“When people found out that I was doing that sort of research very specific to Tyler Smith County, people who have been multi-generation, longtime residents of Tyler were very vocal about how they felt about my research and what they thought my motives were,” Montalvo said. “They thought I was being purposely divisive and racist. I really believe in Martin Luther King Jr’s idea of a beloved community, and they thought I was trying to divide the community.”

Among the threats were repeated harassment from an unnamed automotive store owner, who threatened to bring physical harm to Montalvo and repeatedly demanded to meet in a public auditorium to debate the subject of the book.

“A nonprofit actually donated cameras to us because they saw what was happening. They installed an alarm system for our house because the threat of violence was that high,” Montalvo said. “We’re not advocating racial violence as the solution for injustice in the world. We’re advocating non violence, truth sharing, reconciliation, healing – and yet, as the story keeps getting out, the more it seems that violence seems to be a part of the extreme right wing answer to the injustice of history.”

Dissent against “Tyler’s History of White Supremacy” was not relegated to those who disagreed with Montalvo’s message. Members of the Black community feared  publishing such a book would cause  outlash targeted at minorities. 

“I met this young Black activist at a coffee shop in downtown Tyler, and she was like, ‘Please don’t do this. They’re gonna go crazy on this,” Montalvo said. I had to think long and hard to talk to a lot of other people about that comment, because I didn’t want that to possibly be the case.”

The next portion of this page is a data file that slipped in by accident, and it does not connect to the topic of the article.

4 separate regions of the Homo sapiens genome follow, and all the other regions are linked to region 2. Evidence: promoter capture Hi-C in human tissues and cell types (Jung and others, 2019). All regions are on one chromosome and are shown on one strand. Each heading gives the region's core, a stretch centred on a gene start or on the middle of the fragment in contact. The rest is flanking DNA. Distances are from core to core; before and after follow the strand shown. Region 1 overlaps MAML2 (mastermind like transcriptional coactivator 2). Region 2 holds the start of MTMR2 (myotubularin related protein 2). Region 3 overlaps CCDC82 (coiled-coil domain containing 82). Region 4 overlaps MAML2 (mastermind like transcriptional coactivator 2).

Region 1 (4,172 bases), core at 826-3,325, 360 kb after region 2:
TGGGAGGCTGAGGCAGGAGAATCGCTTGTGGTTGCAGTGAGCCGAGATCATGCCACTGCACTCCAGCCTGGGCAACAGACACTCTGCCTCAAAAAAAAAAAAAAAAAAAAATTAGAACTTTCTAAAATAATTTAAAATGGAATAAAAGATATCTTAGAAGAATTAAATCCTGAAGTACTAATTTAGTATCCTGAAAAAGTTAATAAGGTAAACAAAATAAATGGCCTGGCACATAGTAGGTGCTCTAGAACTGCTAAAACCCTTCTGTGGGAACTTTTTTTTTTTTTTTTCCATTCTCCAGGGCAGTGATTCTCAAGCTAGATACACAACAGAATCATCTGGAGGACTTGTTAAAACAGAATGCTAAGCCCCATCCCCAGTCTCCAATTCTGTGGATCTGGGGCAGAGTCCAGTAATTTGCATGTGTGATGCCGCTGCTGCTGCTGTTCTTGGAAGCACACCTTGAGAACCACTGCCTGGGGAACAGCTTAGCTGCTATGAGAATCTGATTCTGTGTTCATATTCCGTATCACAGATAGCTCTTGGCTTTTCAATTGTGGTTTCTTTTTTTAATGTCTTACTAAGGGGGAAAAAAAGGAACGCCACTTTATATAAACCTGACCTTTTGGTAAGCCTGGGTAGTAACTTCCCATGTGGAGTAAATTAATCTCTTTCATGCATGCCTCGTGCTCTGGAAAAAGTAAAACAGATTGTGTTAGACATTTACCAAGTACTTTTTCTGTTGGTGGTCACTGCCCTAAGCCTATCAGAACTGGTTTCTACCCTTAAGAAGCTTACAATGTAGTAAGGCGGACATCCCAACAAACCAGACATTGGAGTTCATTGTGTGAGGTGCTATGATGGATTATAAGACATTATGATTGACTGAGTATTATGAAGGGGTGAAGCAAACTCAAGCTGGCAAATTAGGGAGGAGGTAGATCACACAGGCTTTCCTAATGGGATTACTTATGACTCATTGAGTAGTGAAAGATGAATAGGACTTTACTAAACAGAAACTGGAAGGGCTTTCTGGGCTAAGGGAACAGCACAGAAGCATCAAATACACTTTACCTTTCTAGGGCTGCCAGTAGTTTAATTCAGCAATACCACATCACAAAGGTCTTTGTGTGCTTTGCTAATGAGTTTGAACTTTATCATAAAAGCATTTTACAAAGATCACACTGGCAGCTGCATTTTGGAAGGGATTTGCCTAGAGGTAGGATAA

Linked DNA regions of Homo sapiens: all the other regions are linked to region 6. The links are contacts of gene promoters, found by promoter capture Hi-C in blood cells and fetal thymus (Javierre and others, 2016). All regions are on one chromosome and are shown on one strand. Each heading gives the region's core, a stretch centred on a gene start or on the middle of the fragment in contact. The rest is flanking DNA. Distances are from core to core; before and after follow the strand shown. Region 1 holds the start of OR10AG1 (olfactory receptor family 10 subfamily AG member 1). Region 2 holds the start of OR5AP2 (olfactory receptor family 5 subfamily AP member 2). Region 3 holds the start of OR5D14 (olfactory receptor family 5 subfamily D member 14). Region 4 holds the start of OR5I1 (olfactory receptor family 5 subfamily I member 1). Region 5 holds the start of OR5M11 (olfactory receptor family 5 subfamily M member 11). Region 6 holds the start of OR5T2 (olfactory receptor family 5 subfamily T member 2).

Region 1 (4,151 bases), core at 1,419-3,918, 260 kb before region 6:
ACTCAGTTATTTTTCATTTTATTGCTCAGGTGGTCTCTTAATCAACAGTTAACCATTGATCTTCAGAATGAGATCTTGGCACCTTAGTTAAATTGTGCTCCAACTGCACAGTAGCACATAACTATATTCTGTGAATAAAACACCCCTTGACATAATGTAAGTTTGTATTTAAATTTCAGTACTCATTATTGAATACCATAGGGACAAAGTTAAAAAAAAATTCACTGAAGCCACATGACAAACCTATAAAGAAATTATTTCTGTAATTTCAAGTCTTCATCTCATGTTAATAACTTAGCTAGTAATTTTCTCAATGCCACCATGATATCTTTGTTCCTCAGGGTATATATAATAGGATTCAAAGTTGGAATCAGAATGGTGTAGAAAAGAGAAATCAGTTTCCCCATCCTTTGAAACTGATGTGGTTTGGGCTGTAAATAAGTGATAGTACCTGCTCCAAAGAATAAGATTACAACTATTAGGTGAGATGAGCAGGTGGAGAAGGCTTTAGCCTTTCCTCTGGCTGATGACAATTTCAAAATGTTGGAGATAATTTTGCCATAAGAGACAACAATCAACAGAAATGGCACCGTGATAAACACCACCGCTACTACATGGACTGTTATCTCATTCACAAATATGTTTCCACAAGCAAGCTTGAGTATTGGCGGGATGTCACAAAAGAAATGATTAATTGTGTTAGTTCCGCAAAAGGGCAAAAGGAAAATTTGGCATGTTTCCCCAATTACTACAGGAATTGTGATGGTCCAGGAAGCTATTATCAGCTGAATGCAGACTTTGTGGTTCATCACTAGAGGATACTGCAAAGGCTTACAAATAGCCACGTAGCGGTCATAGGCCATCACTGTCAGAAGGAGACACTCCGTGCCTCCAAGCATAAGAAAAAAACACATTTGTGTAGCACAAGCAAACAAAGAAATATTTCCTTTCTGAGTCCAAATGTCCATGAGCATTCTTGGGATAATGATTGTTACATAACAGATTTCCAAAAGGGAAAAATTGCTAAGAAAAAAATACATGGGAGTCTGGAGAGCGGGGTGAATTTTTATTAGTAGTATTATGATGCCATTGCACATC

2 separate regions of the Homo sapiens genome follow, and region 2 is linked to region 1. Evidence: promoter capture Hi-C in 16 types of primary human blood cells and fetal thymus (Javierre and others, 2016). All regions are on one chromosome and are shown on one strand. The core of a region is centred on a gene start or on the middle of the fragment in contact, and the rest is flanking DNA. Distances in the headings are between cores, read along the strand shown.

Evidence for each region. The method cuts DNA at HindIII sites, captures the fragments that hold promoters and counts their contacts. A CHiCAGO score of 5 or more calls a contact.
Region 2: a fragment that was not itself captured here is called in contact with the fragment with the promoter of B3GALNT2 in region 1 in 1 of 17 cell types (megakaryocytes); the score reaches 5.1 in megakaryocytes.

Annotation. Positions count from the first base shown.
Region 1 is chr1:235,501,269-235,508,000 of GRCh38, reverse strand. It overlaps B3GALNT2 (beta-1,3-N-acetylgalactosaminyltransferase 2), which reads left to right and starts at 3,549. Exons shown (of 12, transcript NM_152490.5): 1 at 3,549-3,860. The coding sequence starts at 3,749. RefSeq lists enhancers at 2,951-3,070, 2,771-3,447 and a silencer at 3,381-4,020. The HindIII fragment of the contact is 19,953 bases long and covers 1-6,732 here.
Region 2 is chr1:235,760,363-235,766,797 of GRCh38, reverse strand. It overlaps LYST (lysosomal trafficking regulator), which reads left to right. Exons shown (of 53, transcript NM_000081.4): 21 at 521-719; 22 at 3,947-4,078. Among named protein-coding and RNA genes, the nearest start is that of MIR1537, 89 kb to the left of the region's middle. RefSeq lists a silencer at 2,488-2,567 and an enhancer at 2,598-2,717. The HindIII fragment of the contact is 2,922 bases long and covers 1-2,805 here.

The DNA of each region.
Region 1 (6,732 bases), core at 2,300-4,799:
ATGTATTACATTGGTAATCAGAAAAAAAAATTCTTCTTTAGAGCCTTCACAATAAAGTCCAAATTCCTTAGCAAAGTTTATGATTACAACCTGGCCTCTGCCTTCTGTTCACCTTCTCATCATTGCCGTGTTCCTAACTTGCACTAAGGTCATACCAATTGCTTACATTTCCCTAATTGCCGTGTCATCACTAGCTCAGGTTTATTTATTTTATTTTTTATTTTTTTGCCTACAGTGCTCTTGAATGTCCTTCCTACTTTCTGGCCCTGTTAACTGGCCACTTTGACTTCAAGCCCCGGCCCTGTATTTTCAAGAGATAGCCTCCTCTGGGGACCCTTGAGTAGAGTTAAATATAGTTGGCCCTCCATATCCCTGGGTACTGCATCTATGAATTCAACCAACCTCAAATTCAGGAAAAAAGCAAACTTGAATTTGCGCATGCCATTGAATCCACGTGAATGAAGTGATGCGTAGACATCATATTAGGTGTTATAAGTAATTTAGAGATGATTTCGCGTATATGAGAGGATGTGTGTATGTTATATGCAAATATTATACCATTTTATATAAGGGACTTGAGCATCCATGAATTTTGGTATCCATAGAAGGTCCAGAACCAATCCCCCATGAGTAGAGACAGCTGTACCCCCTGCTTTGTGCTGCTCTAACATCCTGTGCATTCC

It was only after significant social change during the Black Lives Matter protests in 2020 that Montalvo felt comfortable enough to publish the book. He credits the change to the name of the school formerly known as Robert E. Lee High School as the moment he knew Tyler was changing for the better.

“It was public sentiment that helped make that possible, that shows that there’s been a shift of some sort,” Montalvo said. “All the youth that were behind the movements shows there is a new story that is being written for Tyler.”

In his book, Montalvo  touches on the history of the Ku Klux Klan’s chapter in Tyler. He cites an ad from the Tyler Morning Telegraph in 1932 stating  the clan had the most influence and power in Dallas County and Smith County. During that time, Smith County Judge William D. Pace rose to power as a Klan-affiliated county judge for three consecutive terms.

 Clipping from The Tyler Morning Telegraph, courtesy D.G. Montalvo.

Montalvo’s book ends with a call to action for readers, urging them to seek truth and reconciliation by prompting a dialogue about race and prejudice. Montalvo hopes his work is the start to a long road of healing and change. 

“It takes acknowledgement and self awareness in order to make change,” Montalvo said. “It seems we’ve made a social decision as a society to never address the Civil War, Jim Crow, the racial lynchings that took place and the history that’s happened right before our eyes.  It’s kept silent. It’s something that needs to be addressed, so that we can move on and truly become, like Martin Luther King, Jr. said, a beloved community.”

Jude Ratcliff is a third year student at the University of Texas at Tyler, where he studies journalism and criminal justice. His passions include reading, chess and photography. It is his hope to use journalism to strengthen the community and uphold democracy and to one day become an investigative reporter while researching prisons and the justice system.